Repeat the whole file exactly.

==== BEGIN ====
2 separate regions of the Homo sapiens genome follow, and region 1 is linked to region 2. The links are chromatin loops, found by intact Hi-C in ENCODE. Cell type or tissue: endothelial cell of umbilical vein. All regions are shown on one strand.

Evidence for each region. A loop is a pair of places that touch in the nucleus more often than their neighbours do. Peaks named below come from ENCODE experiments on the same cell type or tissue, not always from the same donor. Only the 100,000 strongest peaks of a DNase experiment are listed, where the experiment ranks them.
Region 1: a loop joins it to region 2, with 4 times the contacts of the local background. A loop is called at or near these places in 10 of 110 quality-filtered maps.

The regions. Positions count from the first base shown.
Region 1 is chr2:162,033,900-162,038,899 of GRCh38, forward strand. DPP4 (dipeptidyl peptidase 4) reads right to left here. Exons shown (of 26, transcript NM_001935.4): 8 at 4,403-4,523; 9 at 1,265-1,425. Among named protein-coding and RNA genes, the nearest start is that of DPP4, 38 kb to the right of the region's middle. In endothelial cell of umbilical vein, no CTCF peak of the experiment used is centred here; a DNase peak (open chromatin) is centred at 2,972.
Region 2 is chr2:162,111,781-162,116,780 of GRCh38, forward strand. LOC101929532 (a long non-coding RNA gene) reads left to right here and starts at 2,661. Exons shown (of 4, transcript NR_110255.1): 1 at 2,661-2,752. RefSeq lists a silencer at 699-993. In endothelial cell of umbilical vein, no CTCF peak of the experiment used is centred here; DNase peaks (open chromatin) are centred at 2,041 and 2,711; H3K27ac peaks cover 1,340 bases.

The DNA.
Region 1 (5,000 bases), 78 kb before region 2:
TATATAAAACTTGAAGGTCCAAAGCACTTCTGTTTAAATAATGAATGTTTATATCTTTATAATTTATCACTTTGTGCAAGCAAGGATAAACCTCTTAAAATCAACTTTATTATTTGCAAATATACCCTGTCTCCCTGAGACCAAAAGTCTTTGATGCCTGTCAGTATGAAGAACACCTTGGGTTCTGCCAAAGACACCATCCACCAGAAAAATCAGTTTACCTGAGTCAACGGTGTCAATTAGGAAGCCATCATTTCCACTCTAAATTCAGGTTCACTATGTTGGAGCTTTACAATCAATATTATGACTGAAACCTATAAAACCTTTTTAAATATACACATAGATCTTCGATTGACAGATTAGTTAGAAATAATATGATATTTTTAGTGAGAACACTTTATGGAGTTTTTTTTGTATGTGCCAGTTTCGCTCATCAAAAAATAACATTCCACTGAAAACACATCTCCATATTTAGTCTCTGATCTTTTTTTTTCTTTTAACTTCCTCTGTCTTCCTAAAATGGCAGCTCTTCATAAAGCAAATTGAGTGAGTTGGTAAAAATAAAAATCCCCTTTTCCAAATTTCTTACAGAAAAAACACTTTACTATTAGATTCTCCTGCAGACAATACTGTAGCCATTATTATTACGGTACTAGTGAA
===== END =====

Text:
2 separate regions of the Homo sapiens genome follow, and region 1 is linked to region 2. The links are chromatin loops, found by intact Hi-C in ENCODE. Cell type or tissue: endothelial cell of umbilical vein. All regions are shown on one strand.

Evidence for each region. A loop is a pair of places that touch in the nucleus more often than their neighbours do. Peaks named below come from ENCODE experiments on the same cell type or tissue, not always from the same donor. Only the 100,000 strongest peaks of a DNase experiment are listed, where the experiment ranks them.
Region 1: a loop joins it to region 2, with 4 times the contacts of the local background. A loop is called at or near these places in 10 of 110 quality-filtered maps.

The regions. Positions count from the first base shown.
Region 1 is chr2:162,033,900-162,038,899 of GRCh38, forward strand. DPP4 (dipeptidyl peptidase 4) reads right to left here. Exons shown (of 26, transcript NM_001935.4): 8 at 4,403-4,523; 9 at 1,265-1,425. Among named protein-coding and RNA genes, the nearest start is that of DPP4, 38 kb to the right of the region's middle. In endothelial cell of umbilical vein, no CTCF peak of the experiment used is centred here; a DNase peak (open chromatin) is centred at 2,972.
Region 2 is chr2:162,111,781-162,116,780 of GRCh38, forward strand. LOC101929532 (a long non-coding RNA gene) reads left to right here and starts at 2,661. Exons shown (of 4, transcript NR_110255.1): 1 at 2,661-2,752. RefSeq lists a silencer at 699-993. In endothelial cell of umbilical vein, no CTCF peak of the experiment used is centred here; DNase peaks (open chromatin) are centred at 2,041 and 2,711; H3K27ac peaks cover 1,340 bases.

The DNA.
Region 1 (5,000 bases), 78 kb before region 2:
TATATAAAACTTGAAGGTCCAAAGCACTTCTGTTTAAATAATGAATGTTTATATCTTTATAATTTATCACTTTGTGCAAGCAAGGATAAACCTCTTAAAATCAACTTTATTATTTGCAAATATACCCTGTCTCCCTGAGACCAAAAGTCTTTGATGCCTGTCAGTATGAAGAACACCTTGGGTTCTGCCAAAGACACCATCCACCAGAAAAATCAGTTTACCTGAGTCAACGGTGTCAATTAGGAAGCCATCATTTCCACTCTAAATTCAGGTTCACTATGTTGGAGCTTTACAATCAATATTATGACTGAAACCTATAAAACCTTTTTAAATATACACATAGATCTTCGATTGACAGATTAGTTAGAAATAATATGATATTTTTAGTGAGAACACTTTATGGAGTTTTTTTTGTATGTGCCAGTTTCGCTCATCAAAAAATAACATTCCACTGAAAACACATCTCCATATTTAGTCTCTGATCTTTTTTTTTCTTTTAACTTCCTCTGTCTTCCTAAAATGGCAGCTCTTCATAAAGCAAATTGAGTGAGTTGGTAAAAATAAAAATCCCCTTTTCCAAATTTCTTACAGAAAAAACACTTTACTATTAGATTCTCCTGCAGACAATACTGTAGCCATTATTATTACGGTACTAGTGAA